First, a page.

Developer’s Pioneer Square Project Shot Down, Then Saved by the City

What the hell happened? The strange story of 316 Alaskan Way South.

It isn’t often during these times of relentless growth in Seattle that a big-time property developer gets kicked squarely in the ass.

But it happened on July 15 when the Pioneer Square Preservation Board appeared to have upended a Portland developer’s plan to build an 11-story, 120-foot-tall residential tower at the northeast corner of South Jackson Street and Alaskan Way South.

More than a half-dozen meetings were held before the Preservation Board in no uncertain terms told Gerding Elden and their Weber Thompson GBD architectural team to forget it.

The vote was 7-1 in opposition to the project that sought to construct 200 market-rate housing units rising above nearly 5,000 square feet of street-level retail space. In essence, the Board concluded that the building was too bulky, visually jarring, and grossly out-of-scale and not compatible with the surrounding historic Pioneer Square neighborhood. No deal, no development, they said.

Then, something odd occurred. Two weeks later, on July 30, the city’s Director of the Department of Neighborhoods, Kathy Nyland, overturned the Preservation Board’s recommendation and gave the developer the green light to proceed. It is not known at this time what may have transpired behind the scenes during those two weeks.

Nyland declined to return phone calls and e-mails from Seattle Weekly seeking comment on why she chose to disregard the Board’s near-unanimous determination that the residential undertaking—which the developer has spent more than a year working on—was a bad fit for Pioneer Square, the city’s oldest neighborhood.

Instead, she referred the disputatious matter to department spokeswoman Lois Maag. Last Thursday, Maag told the Weekly that Nyland, before making her decision to go ahead with the project, pored through the meeting minutes, revisited the architectural renderings of the building, reviewed city codes pertaining to height, and met with Board chairman Ryan Hester, who, according to the minutes of a January 21, 2015 meeting, agreed with fellow Board member Mark Astor that the building was “too massive.”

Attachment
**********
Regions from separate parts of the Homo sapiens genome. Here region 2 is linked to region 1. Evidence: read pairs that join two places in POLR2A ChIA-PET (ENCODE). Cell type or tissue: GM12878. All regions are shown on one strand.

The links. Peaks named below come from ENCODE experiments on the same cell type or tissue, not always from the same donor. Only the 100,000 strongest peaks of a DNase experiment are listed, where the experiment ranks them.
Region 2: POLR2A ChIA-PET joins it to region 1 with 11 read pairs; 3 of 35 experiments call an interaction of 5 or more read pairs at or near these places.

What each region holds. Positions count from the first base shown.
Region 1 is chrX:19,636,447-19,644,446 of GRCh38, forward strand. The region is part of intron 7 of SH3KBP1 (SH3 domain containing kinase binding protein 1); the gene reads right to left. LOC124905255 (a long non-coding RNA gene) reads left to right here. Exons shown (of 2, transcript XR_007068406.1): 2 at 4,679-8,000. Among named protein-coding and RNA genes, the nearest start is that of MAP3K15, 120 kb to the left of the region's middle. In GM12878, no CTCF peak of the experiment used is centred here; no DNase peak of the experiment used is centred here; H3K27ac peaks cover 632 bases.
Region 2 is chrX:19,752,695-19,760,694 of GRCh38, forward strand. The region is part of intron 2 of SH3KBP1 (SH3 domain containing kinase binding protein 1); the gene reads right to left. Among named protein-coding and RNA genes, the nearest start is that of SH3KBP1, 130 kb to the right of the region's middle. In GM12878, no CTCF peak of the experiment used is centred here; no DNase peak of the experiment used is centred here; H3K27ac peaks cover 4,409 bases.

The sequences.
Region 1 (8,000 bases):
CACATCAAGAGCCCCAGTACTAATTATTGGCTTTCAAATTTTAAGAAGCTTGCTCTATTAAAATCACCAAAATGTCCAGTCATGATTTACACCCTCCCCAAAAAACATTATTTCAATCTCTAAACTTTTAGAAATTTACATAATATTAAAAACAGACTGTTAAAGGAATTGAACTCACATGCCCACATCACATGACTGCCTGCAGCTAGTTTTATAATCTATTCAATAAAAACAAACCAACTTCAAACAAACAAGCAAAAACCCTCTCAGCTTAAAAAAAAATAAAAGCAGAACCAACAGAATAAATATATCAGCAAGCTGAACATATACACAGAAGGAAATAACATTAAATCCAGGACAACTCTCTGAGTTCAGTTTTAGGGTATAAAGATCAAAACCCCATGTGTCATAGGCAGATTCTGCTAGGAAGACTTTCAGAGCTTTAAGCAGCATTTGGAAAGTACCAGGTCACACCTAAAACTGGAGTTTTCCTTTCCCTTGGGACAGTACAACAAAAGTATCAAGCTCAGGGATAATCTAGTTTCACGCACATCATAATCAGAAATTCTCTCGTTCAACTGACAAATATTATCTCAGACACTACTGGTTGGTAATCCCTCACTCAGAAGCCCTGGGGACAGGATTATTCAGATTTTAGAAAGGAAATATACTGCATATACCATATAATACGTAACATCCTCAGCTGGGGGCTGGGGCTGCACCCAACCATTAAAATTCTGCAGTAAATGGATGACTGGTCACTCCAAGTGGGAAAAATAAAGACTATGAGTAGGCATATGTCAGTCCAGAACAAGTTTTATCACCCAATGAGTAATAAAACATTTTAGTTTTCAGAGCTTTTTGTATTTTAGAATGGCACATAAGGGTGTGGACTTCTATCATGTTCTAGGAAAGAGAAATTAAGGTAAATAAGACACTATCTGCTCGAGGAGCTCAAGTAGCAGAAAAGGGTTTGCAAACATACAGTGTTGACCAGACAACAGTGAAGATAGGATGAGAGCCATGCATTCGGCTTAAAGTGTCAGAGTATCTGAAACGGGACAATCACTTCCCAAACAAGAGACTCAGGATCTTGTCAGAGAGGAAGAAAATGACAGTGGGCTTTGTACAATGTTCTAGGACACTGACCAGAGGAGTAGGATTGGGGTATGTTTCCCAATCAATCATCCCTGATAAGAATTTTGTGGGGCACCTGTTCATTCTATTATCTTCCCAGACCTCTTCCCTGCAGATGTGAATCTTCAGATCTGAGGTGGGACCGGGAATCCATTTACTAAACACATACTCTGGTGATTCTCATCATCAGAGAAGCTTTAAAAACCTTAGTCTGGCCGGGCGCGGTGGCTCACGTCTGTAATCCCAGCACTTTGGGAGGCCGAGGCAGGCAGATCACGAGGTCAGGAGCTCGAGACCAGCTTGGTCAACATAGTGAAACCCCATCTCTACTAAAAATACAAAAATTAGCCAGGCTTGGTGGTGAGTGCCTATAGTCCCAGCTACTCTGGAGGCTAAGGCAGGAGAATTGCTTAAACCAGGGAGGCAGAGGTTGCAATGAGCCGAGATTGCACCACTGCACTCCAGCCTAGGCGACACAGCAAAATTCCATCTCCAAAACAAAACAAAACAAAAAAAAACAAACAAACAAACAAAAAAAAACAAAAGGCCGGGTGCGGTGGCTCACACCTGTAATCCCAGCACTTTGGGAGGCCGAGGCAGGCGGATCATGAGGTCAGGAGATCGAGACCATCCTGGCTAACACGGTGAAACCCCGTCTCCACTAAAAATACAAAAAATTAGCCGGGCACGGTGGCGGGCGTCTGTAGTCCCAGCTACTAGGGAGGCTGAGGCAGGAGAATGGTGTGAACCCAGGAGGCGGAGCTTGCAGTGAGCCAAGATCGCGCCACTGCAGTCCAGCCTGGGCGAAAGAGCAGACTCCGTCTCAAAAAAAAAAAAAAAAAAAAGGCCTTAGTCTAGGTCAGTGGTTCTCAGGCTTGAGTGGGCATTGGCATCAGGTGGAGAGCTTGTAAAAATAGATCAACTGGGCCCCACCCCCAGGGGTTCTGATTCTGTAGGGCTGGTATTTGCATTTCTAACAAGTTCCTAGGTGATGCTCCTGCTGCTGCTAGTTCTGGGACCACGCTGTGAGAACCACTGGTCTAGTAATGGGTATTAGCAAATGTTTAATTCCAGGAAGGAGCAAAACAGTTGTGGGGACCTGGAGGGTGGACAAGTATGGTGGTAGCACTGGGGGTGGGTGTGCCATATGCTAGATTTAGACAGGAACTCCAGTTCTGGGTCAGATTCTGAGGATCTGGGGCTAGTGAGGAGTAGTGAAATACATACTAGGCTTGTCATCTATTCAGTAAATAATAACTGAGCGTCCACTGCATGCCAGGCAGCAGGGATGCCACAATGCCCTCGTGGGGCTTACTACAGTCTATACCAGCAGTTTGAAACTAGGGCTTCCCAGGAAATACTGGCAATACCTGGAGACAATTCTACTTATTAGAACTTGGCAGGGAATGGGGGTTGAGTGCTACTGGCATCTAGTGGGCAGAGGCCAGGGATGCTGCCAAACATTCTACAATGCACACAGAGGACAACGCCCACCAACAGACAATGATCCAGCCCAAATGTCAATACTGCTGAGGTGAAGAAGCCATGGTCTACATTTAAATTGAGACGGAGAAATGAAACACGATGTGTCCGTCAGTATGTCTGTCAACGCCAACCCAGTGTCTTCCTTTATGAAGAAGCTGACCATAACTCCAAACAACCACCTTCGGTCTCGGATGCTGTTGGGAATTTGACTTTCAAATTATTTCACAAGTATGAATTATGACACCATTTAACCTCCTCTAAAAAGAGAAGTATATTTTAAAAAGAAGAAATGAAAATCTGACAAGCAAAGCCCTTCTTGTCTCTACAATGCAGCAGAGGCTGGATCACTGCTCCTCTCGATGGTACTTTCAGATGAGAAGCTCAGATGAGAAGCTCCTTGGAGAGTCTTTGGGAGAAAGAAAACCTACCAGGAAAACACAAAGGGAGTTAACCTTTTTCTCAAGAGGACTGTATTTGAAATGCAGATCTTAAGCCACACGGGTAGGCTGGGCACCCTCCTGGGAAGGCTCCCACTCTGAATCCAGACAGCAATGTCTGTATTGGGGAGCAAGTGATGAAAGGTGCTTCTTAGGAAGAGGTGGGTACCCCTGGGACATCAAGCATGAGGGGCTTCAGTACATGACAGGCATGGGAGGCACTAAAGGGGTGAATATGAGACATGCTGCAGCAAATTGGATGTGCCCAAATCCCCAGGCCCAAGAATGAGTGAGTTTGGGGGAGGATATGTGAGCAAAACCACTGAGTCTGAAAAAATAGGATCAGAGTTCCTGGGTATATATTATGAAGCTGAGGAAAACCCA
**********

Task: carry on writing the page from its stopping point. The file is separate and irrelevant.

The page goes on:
Maag said that the Director then concluded that “the 120-foot height is allowed by city code,” and so she gave approval. Though she set some conditions—ordering the developer to revise the building’s cornice and increase by four feet the setback of the rooftop, in hopes of making the structure “look less massive” and blend in better with other historic buildings.

Former longtime City Council member Jan Drago, who with her husband lives in the Florentine Condominiums in Pioneer Square and sits on the board of Alliance for Pioneer Square, a neighborhood advocacy group that is supportive of the tower project, said, “It would seem that a recommendation from the [Preservation] Board would be upheld by the City, so I don’t know what’s going on. But I have been told by people within the city, who I trust, that director Nyland made the right decision. I can’t say who told me that.”

Drago quickly added, “Still, I personally think the building is totally out-of-scale.”

In late December of 2014, Gerding Elden, an active multifamily developer in the Puget Sound region and owner of the historic Dexter Horton Building in downtown Seattle, paid $12 million for the existing property at 316 Alaskan Way South, the current site of the three-story Old Seattle Garage. The company plans to tear down the garage to make room for its residential tower, which includes a “rooftop enclosed recreation area” and will provide unrestricted views of Elliott Bay, if and when the Alaskan Way Viaduct is finally brought to its knees.

Before the Great Fire of 1889, the St. Charles Hotel resided here. Later, there was a warehouse, then a service station. For the past 50 years, it has been the garage, today providing parking for 226 cars for $18 a day. Gerding’s acquisition is one of a number of examples of how developers are banking on lucrative profits from the transformation of the waterfront. Most assuredly, the so-called upzone approved in April 2011 by the Seattle City Council that increased heights to 120 feet on the perimeter of the Pioneer Square Historic District, has made development opportunities much more enticing.

The Portland firm offered no comment on the Preservation Board’s rejection of their development plan or the reprieve they received from the relatively new neighborhood director Nyland, who assumed the mayor-appointed post on June 2.